—Comment by AmericanFabricator on video showing a CNC machine milling a part.
To make these rod logic contraptions out of brass, I figured it would be a good idea to have a CNC mill so that I could precision-cut whatever I needed. A “real” CNC machine is too expensive, so I decided to go the conversion route.
CNC Fusion sells conversion kits to convert Sieg X1, X2, or X3 mills to CNC. Sieg is a Chinese manufacturer of machines, and the X1, X2 and X3 mills are rebranded, renamed, and sold elsewhere, for example by Harbor Freight and Grizzly. The low prices and good quality of these mills make them a target for customization, and there are a few business devoted to converting the mills to CNC control (Syil America being another).
X1 is called a Micro-Mill, X2 is a Mini-Mill, and X3 is a Small Mill. I decided to go with the X2 from Harbor Freight, SKU 44991, called in their catalog the “Two-Speed Variable Bench Mill/Drill Machine”, which is why Google and good search-fu is your friend. I have a Harbor Freight under half an hour from my house, so that would save on shipping costs. They didn’t have it in stock, so I special-ordered it and it was in two weeks later. I took it home in its big wooden shipping crate, which I delighted in opening with a crowbar. I half-expected a cursed antiquity to be inside.
I decided to go with CNC Fusion for a conversion kit because they seemed to be more hobbyist-oriented than Syil. The disadvantage is that I would have to purchase motors, a controller for the motors, and software separately.
For the motors and controller, I went with HobbyCNC’s 3-axis Pro driver board package with 305 oz-in stepper motors. Sadly, they don’t include a case or an AC transformer, so I had to buy those separately.
So where are we at?
|X2 Mill with 20% coupon! w00t!
In Delaware! No sales tax! Pwned!
|$ 391||$ 0|
|HobbyCNC Pro driver package||280||16|
|Case from Mouser||31||11|
|Transformer from Allied Electronics||63||14|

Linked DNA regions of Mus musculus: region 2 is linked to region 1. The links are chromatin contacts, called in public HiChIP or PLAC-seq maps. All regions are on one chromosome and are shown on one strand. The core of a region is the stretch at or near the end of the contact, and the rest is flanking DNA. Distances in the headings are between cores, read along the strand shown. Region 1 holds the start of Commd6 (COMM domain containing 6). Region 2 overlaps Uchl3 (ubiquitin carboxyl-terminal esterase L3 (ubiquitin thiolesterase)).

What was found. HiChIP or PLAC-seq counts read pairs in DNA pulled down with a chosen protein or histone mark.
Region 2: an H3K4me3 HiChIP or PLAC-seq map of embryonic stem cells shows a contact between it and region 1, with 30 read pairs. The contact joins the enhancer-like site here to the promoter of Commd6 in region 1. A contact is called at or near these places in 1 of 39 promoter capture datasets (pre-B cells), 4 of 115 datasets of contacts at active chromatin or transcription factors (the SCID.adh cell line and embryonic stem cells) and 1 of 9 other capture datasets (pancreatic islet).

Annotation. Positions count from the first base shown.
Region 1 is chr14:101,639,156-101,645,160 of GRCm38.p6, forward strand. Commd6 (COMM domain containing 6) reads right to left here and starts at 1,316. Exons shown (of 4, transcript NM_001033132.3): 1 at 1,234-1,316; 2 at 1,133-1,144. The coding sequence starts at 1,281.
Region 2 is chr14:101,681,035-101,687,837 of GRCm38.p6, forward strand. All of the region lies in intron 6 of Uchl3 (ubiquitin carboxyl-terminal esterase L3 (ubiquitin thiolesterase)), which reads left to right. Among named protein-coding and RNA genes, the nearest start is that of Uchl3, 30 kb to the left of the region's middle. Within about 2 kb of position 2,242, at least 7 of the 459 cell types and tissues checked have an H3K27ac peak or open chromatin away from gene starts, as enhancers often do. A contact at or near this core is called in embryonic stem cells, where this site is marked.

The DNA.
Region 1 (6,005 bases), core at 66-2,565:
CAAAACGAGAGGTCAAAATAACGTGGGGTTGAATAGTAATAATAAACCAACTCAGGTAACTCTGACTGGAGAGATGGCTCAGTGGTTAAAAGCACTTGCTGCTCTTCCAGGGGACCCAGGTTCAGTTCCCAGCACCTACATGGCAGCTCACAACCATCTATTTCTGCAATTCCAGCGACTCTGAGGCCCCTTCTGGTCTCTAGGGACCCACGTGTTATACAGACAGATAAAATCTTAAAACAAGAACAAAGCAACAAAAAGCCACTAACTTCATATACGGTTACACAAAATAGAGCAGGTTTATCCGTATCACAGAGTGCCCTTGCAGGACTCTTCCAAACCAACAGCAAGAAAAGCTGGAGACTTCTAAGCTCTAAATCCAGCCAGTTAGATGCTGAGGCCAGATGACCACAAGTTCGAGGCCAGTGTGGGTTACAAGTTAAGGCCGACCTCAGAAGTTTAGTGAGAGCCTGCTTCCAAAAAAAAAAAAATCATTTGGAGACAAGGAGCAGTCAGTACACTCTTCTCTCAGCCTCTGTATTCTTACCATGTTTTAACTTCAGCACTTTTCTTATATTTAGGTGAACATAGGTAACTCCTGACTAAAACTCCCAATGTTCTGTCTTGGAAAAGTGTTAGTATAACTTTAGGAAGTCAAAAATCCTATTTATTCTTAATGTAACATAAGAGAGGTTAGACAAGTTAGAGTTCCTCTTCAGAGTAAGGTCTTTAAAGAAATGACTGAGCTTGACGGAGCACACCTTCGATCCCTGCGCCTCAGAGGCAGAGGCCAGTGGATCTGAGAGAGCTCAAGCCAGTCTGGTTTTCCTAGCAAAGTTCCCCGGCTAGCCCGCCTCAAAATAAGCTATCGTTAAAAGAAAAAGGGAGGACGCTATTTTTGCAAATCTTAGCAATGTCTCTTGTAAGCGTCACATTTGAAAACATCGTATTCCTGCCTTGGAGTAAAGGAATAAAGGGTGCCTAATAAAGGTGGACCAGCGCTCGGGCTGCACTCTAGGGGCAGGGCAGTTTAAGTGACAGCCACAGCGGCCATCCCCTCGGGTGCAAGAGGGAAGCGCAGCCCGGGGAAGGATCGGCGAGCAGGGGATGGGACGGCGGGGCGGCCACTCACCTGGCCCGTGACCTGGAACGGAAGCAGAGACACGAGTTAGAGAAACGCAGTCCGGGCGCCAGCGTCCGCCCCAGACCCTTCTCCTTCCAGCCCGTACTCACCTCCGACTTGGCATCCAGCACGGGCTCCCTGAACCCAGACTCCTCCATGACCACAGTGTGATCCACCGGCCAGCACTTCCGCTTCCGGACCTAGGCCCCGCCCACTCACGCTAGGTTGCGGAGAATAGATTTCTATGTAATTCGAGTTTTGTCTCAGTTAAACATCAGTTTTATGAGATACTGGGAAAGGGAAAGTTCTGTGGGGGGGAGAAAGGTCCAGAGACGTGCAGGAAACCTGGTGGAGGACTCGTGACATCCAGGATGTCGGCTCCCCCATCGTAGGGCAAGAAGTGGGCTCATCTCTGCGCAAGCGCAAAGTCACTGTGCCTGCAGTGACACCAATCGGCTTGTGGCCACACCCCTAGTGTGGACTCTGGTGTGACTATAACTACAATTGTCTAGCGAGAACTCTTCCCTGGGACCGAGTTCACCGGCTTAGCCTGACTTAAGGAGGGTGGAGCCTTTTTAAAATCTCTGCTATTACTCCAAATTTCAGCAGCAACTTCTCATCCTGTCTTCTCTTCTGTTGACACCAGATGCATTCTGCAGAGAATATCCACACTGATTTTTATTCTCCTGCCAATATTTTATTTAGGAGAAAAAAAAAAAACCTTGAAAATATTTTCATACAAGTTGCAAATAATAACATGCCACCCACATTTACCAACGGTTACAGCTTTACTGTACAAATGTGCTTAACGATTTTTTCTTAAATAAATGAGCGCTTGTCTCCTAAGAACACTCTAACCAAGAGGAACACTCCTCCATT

|CNC Fusion Kit #4 with ball screw and preloaded ballnuts||679||0|
|Total with shipping||$ 1485|
And then there was building and installing everything. The motor driver assembly went very quickly and without any issues. I downloaded a trial version of Mach 3 CNC software, and was able to successfully control the motors from my PC.
Next, the X2 conversion. I found an excellent set of videos on YouTube produced by Richard (quadrant2005) in the UK to use as a guide. All the axes installed without a problem. However, I found that upon controlling the axes via computer, the screws tended to stick in places and the ballnuts sometimes had a grinding sound. This is an indication that the ball screws are not exactly aligned.
For the X and Y axes, I loosened all the supporting screws and slowly tightened each screw slightly, in round-robin fashion, one after the other, rotating the axis by hand so that the screws were as tight as they could be without causing any sticking or grinding. That worked. I was able to measure the backlash of each axis to be at most 0.0005 inches, which was my goal. It sounds easy, but it took several hours to tighten, rotate, tighten, rotate, loosen, rotate, until I finished.
The Z axis, however, was another story. I could not get it aligned no matter what I did, and the grinding in the ballnuts sounded more serious than on the other axes. I removed the screw assembly entirely, and there was no grinding, so I knew the screw was good. Once back on the machine, the grinding began again. No amount of fiddling helped (and I spent about eight hours at it spaced over several days). This meant that there was some fundamental flaw in the way the assembly was mounted to the mill.
I had heard it was possible that because of low quality control at the manufacturer, the mill’s dimensions are sometimes not consistent. I suspected this could be the case, since two of the screws supplied by CNC Fusion were too long, indicating that the holes in my mill were not drilled as deep as expected (I hacksawed a bit off the end of each screw, which worked).
So I measured the mounting holes on the mill, and compared them to the mounting holes on the Z axis assembly. I found that one of the holes was misaligned in one axis by 0.05 inches. Now, this doesn’t sound like much. It misaligns the screw by around 0.2 degrees. But over the course of a 12-inch screw, that adds up to 0.05 inches that the screw presses into the ballnut, which could cause grinding and sticking.
That’s not to say that something else might be wrong as well.
Cursed antiquity, indeed.
The kind folks at CNC Fusion promised me that they would help me make the Z axis work, even unto making a new assembly to fit my mill. That is very classy of them, and I commend them for it. The only downside is that they are a very small family-run business, and they are very busy with day jobs, so sometimes it can take some time to respond. But I’m patient. I felt panicky when I first came to the realization that this thing just wouldn’t fit, but not anymore.
More updates after I get the modified Z axis assembly.